Tentative agreement reached in West Coast port dispute

West Coast port employers and labor have finally reached a tentative agreement, and port truckers serving the 29 Pacific ports are asking terminal operators to waive or reduce backlog related fees.

The Pacific Maritime Association and the International Longshore and Warehouse Union announced a proposed agreement on a five-year contract, but provided no details. “Our ports now can resume full operation,” the PMA and ILWU announced Friday (Feb. 20).

Oakland officials said while full productivity is being restored, truckers likely will face periodic traffic build-ups at terminals. Cargo movement should improve soon in West Coast ports, but recovery from the backlog could take six to eight weeks.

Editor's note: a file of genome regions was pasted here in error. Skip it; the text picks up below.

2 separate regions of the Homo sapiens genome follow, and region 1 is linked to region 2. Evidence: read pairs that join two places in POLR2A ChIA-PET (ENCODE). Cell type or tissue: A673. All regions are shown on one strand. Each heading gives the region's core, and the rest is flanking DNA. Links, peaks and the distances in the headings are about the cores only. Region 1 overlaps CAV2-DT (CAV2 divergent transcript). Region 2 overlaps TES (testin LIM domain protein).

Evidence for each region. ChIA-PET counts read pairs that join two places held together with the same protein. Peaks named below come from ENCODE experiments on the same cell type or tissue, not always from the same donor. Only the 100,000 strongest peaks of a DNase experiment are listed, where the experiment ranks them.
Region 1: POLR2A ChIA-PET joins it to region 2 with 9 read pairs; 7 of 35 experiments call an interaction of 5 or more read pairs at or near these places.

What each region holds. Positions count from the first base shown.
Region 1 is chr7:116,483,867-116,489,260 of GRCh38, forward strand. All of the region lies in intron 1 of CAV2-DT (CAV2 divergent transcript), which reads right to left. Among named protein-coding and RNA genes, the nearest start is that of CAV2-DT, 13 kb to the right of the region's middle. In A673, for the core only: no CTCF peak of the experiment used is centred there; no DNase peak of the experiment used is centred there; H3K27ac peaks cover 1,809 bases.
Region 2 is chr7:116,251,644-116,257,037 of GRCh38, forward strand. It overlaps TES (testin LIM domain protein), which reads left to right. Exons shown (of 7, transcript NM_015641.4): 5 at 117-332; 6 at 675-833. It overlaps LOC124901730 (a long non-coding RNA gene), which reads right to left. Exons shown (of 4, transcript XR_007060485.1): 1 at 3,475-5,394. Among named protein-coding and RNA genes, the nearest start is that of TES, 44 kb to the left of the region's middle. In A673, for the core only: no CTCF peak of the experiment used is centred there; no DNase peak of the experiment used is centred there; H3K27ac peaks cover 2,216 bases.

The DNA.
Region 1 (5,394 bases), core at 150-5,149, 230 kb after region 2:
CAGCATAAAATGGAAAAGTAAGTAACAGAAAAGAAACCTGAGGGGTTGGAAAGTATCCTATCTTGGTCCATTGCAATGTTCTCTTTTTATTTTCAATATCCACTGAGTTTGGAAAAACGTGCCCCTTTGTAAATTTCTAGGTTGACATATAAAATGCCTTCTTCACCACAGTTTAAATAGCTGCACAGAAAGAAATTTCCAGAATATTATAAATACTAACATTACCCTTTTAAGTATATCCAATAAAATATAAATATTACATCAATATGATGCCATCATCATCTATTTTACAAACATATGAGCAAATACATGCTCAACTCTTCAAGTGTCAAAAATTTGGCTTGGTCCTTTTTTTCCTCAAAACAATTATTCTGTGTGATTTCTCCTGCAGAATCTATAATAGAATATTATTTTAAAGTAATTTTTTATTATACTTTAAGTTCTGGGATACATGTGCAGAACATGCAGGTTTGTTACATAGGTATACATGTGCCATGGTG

Trucking companies will spend months clearing the cargo, said the Intermodal Conference of the California Trucking Association. Conference Executive Director Alex Cherin asked terminal operators and steamship lines to reduce or waive charges related to backlog in the short term.

“Our trucking members have been significantly impacted by the events of the last few months and we respectfully call on the PMA members to work with us to ease the operational and financial burdens we face as we help the industry dig out from under this backlog,” Cherin said.

The conference of more than 200 carriers will make formal requests regarding the fees over the next two weeks.

The organization representing port employers and the dockworkers must ratify the proposal, but it is uncertain when a vote will occur.

Meetings began in May on the contract affecting workers in 29 ports. Issues included labor jurisdiction, benefits, technology, but especially arbitration. The PMA says the ILWU began a work slowdown last fall.

In response, the largest West Coast ports suspended nighttime vessel work shifts. This month, ship work assignments were suspended on weekends and holidays to avoid paying premium wages.